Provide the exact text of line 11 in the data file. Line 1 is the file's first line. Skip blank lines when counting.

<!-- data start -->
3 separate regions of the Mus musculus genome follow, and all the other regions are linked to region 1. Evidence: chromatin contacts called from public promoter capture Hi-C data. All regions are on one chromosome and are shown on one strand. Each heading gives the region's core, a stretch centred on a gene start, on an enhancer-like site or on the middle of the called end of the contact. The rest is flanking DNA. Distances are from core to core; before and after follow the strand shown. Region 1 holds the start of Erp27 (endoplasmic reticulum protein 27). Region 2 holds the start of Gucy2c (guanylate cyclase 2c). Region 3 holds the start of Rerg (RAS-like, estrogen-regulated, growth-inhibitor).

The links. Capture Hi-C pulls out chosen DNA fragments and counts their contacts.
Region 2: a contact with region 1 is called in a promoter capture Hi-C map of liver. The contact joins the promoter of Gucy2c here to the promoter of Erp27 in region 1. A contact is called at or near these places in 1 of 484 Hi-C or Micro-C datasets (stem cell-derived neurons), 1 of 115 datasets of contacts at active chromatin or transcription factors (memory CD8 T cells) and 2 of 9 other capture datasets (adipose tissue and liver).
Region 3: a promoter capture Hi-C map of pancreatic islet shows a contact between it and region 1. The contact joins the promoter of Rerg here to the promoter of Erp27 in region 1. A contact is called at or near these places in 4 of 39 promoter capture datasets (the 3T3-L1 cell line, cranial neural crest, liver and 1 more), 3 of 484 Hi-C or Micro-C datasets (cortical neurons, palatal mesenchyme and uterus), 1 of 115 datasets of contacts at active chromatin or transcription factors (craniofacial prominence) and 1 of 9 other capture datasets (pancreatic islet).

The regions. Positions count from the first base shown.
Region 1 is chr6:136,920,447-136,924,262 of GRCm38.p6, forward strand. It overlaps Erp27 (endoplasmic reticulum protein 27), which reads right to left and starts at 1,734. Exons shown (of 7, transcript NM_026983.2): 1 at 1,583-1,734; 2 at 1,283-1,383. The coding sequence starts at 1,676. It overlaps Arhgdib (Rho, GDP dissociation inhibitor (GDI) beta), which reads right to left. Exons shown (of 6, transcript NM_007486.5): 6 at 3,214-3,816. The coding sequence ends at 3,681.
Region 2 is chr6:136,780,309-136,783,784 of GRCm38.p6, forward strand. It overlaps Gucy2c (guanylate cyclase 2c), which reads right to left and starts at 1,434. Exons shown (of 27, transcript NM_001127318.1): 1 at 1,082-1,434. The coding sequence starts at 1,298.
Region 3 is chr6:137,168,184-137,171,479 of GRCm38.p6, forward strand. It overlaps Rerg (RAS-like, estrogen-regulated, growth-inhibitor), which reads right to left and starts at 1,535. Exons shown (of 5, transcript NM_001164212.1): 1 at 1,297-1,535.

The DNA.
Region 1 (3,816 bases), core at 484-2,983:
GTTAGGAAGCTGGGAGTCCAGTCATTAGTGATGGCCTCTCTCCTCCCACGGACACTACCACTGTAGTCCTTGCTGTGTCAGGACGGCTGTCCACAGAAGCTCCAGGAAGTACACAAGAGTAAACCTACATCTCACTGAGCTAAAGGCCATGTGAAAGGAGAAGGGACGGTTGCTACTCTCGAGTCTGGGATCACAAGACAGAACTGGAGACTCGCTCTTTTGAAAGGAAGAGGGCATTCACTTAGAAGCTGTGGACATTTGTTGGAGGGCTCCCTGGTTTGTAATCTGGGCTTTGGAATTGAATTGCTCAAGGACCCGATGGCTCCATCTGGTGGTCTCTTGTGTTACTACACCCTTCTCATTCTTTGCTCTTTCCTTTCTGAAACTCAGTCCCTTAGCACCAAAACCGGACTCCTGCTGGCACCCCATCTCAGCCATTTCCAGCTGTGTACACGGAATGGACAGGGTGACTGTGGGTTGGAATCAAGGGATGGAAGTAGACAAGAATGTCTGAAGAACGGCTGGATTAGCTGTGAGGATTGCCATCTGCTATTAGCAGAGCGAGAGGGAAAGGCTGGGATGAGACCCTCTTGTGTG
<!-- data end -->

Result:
GTTAGGAAGCTGGGAGTCCAGTCATTAGTGATGGCCTCTCTCCTCCCACGGACACTACCACTGTAGTCCTTGCTGTGTCAGGACGGCTGTCCACAGAAGCTCCAGGAAGTACACAAGAGTAAACCTACATCTCACTGAGCTAAAGGCCATGTGAAAGGAGAAGGGACGGTTGCTACTCTCGAGTCTGGGATCACAAGACAGAACTGGAGACTCGCTCTTTTGAAAGGAAGAGGGCATTCACTTAGAAGCTGTGGACATTTGTTGGAGGGCTCCCTGGTTTGTAATCTGGGCTTTGGAATTGAATTGCTCAAGGACCCGATGGCTCCATCTGGTGGTCTCTTGTGTTACTACACCCTTCTCATTCTTTGCTCTTTCCTTTCTGAAACTCAGTCCCTTAGCACCAAAACCGGACTCCTGCTGGCACCCCATCTCAGCCATTTCCAGCTGTGTACACGGAATGGACAGGGTGACTGTGGGTTGGAATCAAGGGATGGAAGTAGACAAGAATGTCTGAAGAACGGCTGGATTAGCTGTGAGGATTGCCATCTGCTATTAGCAGAGCGAGAGGGAAAGGCTGGGATGAGACCCTCTTGTGTG